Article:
Sunday, July 25, 2004

Why didn't you lie?

In Genesis 20 Abraham lies concerning Sarah, his wife, when they travel through Gerar to live in the land of King Abimelech. In Genesis 26, Isaac, when confronted with a famine in the land, goes down to dwell in Gerar, and he, like his father, lies to King Abimelech concerning Rebeccah, his wife, likewise saying that she is his sister.

So when Jacob sends his sons down to Egypt when there is a famine in the land of Canaan, and they return with the news that the ruler of the land (Joseph) has accused them of being spies and are required to bring their youngest brother to him. It should not come as too great of a surprise that part of Jacob's response is the question: "Why did you deal so wrongfully with me as to tell the man whether you had still another brother?" That is, 'Why didn't you lie?' Why were you so free with information about your family? The family custom seems to have been protection of family through deception. Of course these deceptions were always found out, but they always resulted in great blessing for Abraham and Isaac.

The concern of Abraham and Isaac had been for their wives, that the ruler of the land (Abimelech) would take them. Now the ruler of Egypt has demanded that the youngest son of Jacob be brought to him to prove their innocence. The tables have been turned. Perhaps Joseph knew these customs of his family and for this reason asked very pointed questions, as the brothers relate that he did (Gen. 43:7). Notice now, it is Joseph who is doing the deceiving. He is the righteous deceiver, but his family well receive great blessing nevertheless.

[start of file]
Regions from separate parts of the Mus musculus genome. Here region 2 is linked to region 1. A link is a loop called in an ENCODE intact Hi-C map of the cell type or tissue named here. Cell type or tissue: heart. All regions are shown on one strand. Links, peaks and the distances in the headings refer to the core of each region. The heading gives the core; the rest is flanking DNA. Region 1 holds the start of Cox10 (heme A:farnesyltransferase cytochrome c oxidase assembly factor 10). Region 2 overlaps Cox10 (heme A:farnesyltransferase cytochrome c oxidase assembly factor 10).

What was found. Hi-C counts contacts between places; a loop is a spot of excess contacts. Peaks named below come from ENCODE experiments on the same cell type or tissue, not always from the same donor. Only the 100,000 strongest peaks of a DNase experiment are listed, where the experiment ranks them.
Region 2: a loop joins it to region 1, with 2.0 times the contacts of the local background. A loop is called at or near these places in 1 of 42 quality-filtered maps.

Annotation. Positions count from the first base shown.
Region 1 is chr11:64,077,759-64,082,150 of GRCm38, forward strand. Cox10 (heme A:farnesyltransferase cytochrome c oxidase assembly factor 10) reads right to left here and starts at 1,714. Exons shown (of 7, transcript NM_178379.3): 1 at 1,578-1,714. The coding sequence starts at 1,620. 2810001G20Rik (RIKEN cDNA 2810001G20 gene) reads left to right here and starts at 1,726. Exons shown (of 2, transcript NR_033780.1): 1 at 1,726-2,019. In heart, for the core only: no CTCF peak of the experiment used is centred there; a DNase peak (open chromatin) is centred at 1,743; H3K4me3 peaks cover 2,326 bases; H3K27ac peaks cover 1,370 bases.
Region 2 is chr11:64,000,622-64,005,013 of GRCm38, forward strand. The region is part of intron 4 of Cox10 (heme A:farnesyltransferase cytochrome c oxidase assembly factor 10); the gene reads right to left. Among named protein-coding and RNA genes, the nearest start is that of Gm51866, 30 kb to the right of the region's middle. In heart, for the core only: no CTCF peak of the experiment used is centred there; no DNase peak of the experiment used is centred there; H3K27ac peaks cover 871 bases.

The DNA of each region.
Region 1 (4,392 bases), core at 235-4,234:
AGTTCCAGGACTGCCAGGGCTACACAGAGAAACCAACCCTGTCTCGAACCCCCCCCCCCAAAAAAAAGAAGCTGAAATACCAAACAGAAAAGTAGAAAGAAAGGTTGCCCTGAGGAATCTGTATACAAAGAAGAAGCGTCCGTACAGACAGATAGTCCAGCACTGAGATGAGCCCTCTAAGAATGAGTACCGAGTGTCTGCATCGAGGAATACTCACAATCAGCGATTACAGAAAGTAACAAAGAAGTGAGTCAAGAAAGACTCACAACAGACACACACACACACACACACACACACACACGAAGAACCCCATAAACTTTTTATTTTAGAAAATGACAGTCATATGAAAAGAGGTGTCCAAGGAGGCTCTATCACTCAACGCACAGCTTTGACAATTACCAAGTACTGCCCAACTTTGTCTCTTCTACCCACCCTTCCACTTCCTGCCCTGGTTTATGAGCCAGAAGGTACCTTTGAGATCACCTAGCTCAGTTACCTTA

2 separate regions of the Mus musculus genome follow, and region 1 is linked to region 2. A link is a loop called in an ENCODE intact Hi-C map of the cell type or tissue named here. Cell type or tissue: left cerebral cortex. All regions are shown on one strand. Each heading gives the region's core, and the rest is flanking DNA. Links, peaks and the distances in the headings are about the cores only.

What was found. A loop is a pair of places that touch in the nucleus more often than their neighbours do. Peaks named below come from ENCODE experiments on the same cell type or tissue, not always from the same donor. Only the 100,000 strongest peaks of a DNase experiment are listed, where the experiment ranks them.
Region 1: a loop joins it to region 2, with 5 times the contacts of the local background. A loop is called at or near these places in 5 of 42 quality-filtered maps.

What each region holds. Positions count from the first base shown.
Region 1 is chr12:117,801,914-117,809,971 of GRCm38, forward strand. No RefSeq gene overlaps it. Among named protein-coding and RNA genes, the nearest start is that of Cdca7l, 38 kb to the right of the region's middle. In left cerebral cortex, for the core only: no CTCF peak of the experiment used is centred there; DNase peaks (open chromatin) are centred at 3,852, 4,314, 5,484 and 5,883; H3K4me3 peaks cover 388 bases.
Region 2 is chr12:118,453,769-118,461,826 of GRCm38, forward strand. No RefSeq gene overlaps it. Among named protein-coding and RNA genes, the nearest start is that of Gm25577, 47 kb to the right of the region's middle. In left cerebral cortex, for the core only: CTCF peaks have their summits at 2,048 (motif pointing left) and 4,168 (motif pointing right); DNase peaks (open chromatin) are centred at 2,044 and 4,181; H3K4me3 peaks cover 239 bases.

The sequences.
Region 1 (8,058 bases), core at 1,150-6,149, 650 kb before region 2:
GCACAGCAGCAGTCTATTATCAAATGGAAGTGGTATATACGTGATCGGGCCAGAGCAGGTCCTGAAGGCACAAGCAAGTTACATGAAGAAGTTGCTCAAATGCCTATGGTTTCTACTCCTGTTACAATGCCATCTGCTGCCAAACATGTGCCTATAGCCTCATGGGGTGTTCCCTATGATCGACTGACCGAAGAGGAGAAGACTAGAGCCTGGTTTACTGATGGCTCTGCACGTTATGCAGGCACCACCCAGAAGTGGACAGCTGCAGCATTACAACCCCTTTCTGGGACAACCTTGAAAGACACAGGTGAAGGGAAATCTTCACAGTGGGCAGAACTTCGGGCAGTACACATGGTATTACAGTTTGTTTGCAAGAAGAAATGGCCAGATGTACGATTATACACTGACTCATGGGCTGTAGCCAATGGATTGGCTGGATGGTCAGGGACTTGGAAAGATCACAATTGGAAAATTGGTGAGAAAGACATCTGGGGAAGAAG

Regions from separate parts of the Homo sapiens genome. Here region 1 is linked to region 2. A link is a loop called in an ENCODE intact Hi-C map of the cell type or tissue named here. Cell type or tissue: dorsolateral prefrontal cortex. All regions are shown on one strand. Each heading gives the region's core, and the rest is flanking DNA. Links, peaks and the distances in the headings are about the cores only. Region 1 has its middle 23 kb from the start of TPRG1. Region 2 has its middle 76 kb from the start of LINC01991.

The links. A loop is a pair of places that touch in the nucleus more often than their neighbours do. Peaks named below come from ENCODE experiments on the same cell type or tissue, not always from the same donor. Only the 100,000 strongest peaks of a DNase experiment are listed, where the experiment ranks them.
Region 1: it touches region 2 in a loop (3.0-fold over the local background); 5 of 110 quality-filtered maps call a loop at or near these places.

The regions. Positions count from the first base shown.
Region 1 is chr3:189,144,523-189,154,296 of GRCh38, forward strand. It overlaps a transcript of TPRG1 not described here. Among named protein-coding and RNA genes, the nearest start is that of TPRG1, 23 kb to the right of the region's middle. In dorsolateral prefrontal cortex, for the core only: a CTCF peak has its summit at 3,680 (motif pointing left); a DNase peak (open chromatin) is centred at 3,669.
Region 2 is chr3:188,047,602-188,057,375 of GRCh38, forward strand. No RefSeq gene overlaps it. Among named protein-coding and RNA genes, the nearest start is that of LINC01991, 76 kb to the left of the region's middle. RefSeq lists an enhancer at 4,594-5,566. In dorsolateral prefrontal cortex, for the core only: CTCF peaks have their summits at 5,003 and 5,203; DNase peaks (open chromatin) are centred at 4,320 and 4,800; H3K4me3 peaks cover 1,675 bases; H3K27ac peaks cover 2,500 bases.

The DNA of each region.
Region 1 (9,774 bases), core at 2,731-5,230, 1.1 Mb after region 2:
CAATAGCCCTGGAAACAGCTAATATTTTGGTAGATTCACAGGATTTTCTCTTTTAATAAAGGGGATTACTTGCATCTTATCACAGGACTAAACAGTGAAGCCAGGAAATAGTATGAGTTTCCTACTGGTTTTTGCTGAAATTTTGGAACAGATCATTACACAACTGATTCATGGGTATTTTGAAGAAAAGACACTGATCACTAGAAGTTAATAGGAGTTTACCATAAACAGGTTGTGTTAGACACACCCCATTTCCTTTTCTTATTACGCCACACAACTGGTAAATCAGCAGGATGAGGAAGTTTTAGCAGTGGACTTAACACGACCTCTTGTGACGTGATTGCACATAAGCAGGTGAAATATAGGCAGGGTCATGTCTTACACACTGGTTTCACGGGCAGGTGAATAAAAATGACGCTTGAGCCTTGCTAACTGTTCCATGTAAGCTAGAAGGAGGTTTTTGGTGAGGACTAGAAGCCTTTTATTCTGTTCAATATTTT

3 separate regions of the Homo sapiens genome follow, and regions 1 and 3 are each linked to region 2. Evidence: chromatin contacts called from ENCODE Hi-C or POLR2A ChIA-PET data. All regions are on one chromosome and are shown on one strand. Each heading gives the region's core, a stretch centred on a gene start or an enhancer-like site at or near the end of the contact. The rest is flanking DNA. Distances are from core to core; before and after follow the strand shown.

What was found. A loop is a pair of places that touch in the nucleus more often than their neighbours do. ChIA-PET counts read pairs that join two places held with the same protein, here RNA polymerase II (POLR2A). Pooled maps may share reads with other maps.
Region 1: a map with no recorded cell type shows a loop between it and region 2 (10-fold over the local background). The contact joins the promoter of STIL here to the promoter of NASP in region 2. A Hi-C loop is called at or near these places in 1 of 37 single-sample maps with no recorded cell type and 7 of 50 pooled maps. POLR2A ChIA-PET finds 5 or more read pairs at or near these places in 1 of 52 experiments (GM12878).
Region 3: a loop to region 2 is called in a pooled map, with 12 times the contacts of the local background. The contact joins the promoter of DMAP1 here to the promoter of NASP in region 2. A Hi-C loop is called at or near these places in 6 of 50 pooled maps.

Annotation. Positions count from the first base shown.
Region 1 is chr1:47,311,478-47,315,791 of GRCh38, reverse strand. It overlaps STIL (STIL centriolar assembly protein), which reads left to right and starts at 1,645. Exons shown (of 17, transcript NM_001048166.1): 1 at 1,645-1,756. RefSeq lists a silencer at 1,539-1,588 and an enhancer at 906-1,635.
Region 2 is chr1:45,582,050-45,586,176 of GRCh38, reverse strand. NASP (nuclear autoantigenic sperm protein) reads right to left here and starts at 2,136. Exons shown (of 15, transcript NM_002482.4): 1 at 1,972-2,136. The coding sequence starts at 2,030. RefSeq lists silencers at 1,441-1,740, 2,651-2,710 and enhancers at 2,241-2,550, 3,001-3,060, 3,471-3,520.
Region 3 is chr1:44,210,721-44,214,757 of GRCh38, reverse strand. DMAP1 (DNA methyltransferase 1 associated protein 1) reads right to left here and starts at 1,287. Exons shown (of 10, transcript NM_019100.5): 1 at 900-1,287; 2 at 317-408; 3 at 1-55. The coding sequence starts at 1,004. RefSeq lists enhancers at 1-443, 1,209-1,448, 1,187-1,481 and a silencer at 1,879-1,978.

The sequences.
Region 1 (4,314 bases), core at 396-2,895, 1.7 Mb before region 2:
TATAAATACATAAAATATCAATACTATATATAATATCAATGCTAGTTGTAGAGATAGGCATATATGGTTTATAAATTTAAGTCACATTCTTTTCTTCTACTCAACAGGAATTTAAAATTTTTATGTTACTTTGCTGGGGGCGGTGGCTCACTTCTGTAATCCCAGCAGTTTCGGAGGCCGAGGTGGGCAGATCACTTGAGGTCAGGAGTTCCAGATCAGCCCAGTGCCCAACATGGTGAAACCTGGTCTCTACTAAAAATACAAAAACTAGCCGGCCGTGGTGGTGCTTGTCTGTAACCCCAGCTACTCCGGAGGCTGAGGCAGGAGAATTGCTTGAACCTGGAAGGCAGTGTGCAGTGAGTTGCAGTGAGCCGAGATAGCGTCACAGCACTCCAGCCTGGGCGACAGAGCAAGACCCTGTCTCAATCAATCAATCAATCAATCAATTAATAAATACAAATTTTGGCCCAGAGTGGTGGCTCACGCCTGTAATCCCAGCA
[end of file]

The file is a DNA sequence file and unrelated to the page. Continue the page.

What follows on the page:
Thursday, July 22, 2004

Comments Back
So Blogger has been revamping their s


em and I don't know how it works.
    1. But I have comments now
  1. (again).


Wednesday, July 21, 2004

The Saracen

I saw his fiercesome face
beleaguered by a daily-hourly bending
sun, the flash and grin of his dreadful blade
borne aloft and gripped with concrete fingers.

His eyes like daggers mocking with heat,
sped storied curses through the victim’s throat,
and I saw them turn and latching hold,
defy his arms’ attempts to lift aught
with which to defend from the flying foe.

The quiet paces sent up swirling spits of dust
like Edenic mists, a slice of space
unheeding the rush and roar, and headless
stood the curse-bound corpse, a mast-less
bark—toyed by torque, then bidden sink.


Tuesday, July 13, 2004

The Ten Spies

It cannot be a coincidence that in Genesis 42 and Numbers 13 both tell stories of ten spies. In Genesis 42, the ten sons of Jacob are accused by Joseph (in disguise) as being spies of the land of Egypt. In Numbers 13, the ten spies return from the promise land, decide that it is inaccessible (based on the stature of its inhabitants), and begin making plans to return to Egypt. Of course in Gen. 42, the ten men are not really spies, they are merely looking for food in the wake of a famine. In Num. 13, the men are spies, but the fact that they find plenty of food, does not secure their interest in the land.

--there are ten ‘spies’ in both stories
--there are two ‘others’ in both: (Joseph/Benjamin) and (Joshua/Caleb)
--Joseph is the vice-ruler of over all of Egypt/Joshua is the vice-ruler over all of Israel